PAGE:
It’s funny how easy it is to forget to mention certain sensory details, whereas others come out automatically. Most of us go for visual description as our primary focus, with auditory details as a close second, touch being prominent mostly during scenes of sex or violence, with smell barely mentioned and taste almost forgotten. Granted, it’s hard to separate taste and smell, since if one is mentioned the other is generally implied.
But even within the confines of visual and auditory elements, there is, in fiction in general, a woeful disregard for the atmospherics of weather. It’s so much a part of our daily setting. It can color our mood, affect our decisions for what to do with our day, change the dynamics of a conversation. It changes the feel and flavor of the air, the smells that carry or get washed away, whether we listen to birdsong or rainfall all afternoon. It can be soothing, frightening, frustrating, or blissful.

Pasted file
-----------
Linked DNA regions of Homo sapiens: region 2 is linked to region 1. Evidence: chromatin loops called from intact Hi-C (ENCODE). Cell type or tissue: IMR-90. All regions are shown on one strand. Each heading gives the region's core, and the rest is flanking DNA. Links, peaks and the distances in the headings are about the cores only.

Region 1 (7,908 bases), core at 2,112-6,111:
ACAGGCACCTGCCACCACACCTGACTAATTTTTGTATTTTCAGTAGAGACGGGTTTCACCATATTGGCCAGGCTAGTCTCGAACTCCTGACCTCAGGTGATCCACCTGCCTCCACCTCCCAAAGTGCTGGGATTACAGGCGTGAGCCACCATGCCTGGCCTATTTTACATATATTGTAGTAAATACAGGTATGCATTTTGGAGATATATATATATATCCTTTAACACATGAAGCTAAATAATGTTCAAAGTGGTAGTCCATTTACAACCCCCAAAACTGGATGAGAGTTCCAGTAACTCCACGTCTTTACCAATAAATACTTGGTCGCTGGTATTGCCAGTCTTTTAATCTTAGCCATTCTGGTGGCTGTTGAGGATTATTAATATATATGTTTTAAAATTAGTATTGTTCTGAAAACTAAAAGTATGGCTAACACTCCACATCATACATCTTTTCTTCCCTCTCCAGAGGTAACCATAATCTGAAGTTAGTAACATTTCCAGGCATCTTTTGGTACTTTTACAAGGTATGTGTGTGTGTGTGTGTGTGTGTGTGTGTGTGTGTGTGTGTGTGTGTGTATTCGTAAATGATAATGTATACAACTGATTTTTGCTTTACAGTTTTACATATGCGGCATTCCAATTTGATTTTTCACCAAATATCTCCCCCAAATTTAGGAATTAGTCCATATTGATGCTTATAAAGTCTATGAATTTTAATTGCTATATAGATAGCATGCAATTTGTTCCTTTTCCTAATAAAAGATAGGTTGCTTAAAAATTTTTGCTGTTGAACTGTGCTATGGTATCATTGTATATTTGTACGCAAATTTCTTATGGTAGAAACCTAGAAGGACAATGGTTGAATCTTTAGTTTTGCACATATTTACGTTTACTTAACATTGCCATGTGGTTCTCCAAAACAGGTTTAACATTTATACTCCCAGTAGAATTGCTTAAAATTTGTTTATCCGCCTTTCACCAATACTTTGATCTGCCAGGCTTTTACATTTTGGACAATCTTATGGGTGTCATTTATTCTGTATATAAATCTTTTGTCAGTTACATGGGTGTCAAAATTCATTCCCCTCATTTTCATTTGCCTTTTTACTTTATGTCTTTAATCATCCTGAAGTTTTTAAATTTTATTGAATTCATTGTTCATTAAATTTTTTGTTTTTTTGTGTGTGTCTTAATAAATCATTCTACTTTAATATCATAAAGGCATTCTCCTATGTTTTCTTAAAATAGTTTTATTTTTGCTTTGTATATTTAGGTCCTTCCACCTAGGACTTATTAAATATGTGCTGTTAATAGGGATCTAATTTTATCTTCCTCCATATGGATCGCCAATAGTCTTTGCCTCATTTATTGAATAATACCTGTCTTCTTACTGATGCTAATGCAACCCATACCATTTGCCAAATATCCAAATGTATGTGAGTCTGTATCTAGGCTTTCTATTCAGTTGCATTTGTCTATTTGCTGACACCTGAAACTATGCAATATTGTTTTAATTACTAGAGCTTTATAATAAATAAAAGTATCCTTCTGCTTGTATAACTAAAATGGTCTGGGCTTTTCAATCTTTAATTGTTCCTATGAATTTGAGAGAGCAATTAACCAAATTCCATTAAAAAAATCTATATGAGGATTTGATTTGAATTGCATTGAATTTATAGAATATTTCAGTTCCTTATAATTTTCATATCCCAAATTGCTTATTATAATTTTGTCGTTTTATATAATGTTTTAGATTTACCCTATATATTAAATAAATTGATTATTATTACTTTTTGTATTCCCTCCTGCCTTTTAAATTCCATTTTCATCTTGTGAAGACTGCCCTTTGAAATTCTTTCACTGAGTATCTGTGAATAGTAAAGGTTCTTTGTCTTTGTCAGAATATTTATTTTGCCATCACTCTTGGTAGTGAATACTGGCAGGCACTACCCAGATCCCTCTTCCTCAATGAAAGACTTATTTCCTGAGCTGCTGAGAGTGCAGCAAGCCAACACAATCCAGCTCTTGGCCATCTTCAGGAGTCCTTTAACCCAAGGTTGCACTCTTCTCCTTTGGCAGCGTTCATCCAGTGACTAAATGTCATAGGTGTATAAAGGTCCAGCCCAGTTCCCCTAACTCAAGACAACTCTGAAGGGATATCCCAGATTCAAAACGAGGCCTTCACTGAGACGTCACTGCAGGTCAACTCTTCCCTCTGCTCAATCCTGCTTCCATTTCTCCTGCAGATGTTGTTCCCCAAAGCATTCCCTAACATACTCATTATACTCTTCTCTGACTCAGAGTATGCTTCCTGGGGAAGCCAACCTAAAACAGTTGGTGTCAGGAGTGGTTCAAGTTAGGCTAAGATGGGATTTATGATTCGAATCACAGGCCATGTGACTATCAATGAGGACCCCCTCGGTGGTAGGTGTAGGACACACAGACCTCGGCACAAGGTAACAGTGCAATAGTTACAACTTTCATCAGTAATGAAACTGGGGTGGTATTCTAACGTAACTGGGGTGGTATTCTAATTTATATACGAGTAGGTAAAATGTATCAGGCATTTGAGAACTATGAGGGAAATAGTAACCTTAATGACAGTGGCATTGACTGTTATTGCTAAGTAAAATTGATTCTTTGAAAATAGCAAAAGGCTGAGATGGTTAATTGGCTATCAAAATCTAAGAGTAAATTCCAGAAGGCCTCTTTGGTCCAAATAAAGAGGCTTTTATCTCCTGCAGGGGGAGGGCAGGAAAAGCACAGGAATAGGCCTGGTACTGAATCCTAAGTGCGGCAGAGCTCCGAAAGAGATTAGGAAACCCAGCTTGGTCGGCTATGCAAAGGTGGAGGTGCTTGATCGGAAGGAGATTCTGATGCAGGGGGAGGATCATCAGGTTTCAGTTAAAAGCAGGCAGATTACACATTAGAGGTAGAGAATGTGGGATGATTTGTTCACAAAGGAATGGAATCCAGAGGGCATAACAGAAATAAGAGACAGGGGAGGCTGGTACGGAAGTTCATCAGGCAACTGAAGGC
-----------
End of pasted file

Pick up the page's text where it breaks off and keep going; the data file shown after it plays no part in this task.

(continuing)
How the weather affects people can be anything from a home destroyed by a tornado or a flood to road rage from not having AC in the car, from draught affecting crops to seasonal depression. A sudden thunderstorm could interrupt a lover’s spat, reuniting the couple as they run for cover together, forgetting their differences just long enough to realize the whole argument is unimportant compared to their mutual affection and respect for one another. A hot summer day can sizzle away at a frustration until it festers into murderous rage. A cool rain can bring relief and cleansing on a dusty, dry garden. A snowstorm can trap a group of travelers, blocking their progress. Torrential storms can force someone to pull off the highway, giving him time that maybe he’d rather not have to think about what he just said to his mother. A clear, starry night can make a character feel small and insignificant and lost – or like she belongs to a larger whole, freeing her from the worries of the moment.
People talk about the weather, gripe about it, relish it, go out in it, stay in because of it, take shelter from it, survive it. Writers, take note, and USE IT!